Tuesday, August 19, 2014

JOBLESS GROWTH, INEQUALITY PERSISTENT IN PHL Translating economic gains to poverty reduction remains a challenge

MANILA-The Philippines’s steady economic growth has not been coupled by improvements in the labor market, creating a “jobless growth” where many sectors of the population are unable to benefit from prosperity, and where inequality remains persistent.

The country’s growth averaged nearly 7% in the last two years, higher than all the other countries in the region except China. However, economists both local and international noted that the economic surge has failed to create jobs that will result to gainful employment for majority of Filipinos, especially those in rural areas.

The expansion of the services sector, mainly the outsourcing industry, has been remarkable but experts were careful to note that this sector demands only highly skilled positions and accounts for just 1% of employment, leaving the rest of the labor force untapped.

Within this economic scenario, the Angara Centre for Law and Economics today presented the second roundtable discussion of the Andrew Tan Lecture Series on the topic “Towards Inclusive Regional Development in the Philippines: Lessons, Challenges and Policy Suggestions” at the Malcolm Hall, College of Law, University of the Philippines in Diliman, Quezon City.

This lecture is part of a joint study undertaken by the Angara Centre with the World Bank to identify the areas of persistent underperformance and inequality in the Philippines.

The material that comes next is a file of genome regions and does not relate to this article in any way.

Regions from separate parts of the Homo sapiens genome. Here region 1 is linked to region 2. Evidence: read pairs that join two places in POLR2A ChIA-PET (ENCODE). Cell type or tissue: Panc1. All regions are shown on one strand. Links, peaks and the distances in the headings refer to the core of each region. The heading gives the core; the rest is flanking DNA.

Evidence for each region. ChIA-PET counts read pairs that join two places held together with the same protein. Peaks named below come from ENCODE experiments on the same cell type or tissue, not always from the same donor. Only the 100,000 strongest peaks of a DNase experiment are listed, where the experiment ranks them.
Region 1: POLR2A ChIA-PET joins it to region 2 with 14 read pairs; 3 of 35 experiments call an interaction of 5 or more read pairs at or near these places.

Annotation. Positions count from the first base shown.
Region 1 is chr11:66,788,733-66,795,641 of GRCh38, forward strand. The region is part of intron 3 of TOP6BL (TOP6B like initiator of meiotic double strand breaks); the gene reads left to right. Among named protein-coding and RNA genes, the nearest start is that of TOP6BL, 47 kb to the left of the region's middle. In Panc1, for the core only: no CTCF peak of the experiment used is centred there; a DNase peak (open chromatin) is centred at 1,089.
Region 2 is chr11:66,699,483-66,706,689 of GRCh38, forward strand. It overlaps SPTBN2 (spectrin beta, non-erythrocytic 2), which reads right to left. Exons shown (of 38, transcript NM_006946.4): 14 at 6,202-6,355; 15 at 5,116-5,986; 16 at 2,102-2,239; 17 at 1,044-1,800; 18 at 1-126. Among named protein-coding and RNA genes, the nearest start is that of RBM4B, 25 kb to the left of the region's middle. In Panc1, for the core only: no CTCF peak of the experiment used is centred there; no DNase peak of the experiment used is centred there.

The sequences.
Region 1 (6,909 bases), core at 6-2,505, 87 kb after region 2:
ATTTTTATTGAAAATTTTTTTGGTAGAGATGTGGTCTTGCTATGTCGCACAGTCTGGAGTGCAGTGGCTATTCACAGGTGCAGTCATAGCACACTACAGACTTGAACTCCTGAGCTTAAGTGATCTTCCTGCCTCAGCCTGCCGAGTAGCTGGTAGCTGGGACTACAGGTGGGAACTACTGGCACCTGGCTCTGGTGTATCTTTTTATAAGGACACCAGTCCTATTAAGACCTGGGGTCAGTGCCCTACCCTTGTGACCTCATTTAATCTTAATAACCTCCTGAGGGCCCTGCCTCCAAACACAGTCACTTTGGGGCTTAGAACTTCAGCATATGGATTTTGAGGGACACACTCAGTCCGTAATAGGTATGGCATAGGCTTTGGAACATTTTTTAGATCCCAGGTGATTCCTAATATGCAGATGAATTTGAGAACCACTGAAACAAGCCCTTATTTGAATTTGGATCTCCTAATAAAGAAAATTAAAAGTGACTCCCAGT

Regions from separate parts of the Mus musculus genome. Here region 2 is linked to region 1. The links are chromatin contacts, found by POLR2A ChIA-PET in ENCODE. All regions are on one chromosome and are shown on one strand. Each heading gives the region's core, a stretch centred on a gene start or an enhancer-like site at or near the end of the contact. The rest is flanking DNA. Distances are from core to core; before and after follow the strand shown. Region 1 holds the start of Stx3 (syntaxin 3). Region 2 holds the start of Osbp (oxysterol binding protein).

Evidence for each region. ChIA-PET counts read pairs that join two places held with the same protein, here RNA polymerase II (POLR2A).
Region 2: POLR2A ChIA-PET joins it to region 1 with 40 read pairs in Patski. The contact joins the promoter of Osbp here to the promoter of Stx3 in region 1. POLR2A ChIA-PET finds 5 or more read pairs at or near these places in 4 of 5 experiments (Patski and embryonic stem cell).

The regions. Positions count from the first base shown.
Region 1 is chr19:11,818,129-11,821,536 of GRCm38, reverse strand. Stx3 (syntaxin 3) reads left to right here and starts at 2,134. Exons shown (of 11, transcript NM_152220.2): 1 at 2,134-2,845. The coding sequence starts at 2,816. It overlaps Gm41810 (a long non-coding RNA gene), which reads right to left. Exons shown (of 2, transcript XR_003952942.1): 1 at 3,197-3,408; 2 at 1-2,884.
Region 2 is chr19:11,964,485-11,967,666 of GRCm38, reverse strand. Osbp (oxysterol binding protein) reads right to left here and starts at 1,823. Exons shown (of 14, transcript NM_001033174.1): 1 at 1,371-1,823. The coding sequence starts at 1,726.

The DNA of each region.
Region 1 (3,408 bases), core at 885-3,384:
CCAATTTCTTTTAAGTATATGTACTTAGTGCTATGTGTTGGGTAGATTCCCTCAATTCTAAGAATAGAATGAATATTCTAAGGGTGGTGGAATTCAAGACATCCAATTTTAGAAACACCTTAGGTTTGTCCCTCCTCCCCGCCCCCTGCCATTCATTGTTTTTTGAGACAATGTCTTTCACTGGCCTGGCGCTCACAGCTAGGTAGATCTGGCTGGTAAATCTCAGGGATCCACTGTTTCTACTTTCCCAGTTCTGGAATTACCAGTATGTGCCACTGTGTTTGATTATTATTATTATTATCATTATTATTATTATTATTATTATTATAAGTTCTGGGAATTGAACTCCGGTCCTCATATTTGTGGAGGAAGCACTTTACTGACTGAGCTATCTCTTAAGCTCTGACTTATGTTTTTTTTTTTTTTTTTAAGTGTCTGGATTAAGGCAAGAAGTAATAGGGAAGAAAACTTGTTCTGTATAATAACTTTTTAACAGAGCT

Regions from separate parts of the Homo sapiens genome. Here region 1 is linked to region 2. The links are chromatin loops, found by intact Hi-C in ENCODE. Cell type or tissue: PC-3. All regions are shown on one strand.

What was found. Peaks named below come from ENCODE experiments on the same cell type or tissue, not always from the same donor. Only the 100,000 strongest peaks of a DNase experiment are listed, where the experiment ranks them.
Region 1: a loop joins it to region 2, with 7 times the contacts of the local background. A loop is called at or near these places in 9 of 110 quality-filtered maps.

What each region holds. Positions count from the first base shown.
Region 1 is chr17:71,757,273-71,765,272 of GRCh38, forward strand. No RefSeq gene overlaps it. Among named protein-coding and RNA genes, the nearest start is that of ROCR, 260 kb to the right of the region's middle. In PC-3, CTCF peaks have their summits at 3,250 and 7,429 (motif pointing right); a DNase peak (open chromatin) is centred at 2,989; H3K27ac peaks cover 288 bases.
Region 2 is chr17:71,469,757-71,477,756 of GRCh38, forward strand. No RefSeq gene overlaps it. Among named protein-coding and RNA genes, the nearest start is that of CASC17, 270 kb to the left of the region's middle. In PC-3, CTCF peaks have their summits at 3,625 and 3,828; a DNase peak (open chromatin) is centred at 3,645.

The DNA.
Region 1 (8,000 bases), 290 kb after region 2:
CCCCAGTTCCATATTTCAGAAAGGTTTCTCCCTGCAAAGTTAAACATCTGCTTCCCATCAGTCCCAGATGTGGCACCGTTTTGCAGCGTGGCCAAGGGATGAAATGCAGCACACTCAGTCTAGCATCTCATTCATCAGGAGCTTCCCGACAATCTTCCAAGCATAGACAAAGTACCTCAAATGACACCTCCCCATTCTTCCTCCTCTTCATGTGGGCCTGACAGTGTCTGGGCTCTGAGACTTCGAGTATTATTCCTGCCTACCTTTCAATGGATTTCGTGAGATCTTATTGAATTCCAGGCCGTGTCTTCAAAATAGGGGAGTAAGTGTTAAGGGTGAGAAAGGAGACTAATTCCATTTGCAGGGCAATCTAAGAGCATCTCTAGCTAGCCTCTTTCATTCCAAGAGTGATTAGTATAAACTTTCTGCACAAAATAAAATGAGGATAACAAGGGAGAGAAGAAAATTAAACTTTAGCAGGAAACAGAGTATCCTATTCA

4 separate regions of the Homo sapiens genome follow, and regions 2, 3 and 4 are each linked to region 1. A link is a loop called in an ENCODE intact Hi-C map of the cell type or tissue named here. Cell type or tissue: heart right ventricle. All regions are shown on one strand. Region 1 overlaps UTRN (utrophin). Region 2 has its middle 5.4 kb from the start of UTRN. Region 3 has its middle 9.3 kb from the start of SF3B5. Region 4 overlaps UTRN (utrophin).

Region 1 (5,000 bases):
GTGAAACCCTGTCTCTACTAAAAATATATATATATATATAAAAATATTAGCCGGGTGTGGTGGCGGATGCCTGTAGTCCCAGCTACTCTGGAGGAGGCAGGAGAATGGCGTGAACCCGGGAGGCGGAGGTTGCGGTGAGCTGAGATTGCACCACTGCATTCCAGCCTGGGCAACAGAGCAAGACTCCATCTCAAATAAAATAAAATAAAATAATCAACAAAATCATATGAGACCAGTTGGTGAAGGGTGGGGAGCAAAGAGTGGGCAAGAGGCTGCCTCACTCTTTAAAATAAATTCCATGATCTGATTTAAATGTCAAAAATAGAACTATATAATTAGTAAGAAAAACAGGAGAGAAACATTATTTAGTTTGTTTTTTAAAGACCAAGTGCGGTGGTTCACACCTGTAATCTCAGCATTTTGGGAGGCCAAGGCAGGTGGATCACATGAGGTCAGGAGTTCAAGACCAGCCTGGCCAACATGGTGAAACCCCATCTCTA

Studies showed that economic growth has been largely supported by private consumption and consumer spending, owing to employment in services, construction and remittances from overseas Filipinos. The services sector, contributing 57% of the economy, grew even further as retail, finance, real estate, and business process outsourcing (BPO) posted strong growth.

Growth has failed to permeate the other sectors of the economy, most especially to the countryside that makes up 70% of the population. Agriculture growth was at a measly 1%.

The Philippines’ overall ratio of rural-urban wage gap at 67 percent has remained constant over the last decade.

Teams of economists and leading researchers from the Philippines and abroad presented their studies and recommended actionable policy initiatives. Leading this lecture are Dr. James Robinson of Harvard University, Dr. Pablo Querubin of New York University and Dr. John C. Nye, Frederic Bastiat Chair in Political Economy at the Mercatus Center, George Mason University and Research Director at the Higher School of Economics in Moscow.

They called for public investments to support agriculture, tourism and manufacturing so that infrastructure growth can crawl out of metropolitan centers and into rural areas. Raising millions out of poverty also requires investments in transportation and communication, and improving resilience against disasters that debilitate poverty reduction efforts and threaten to reduce the middle class.

Further, creating quality jobs and enhancing competitiveness through strategic partnerships with the private sector must also be prioritized in order to move more people from the fringes of income distribution.

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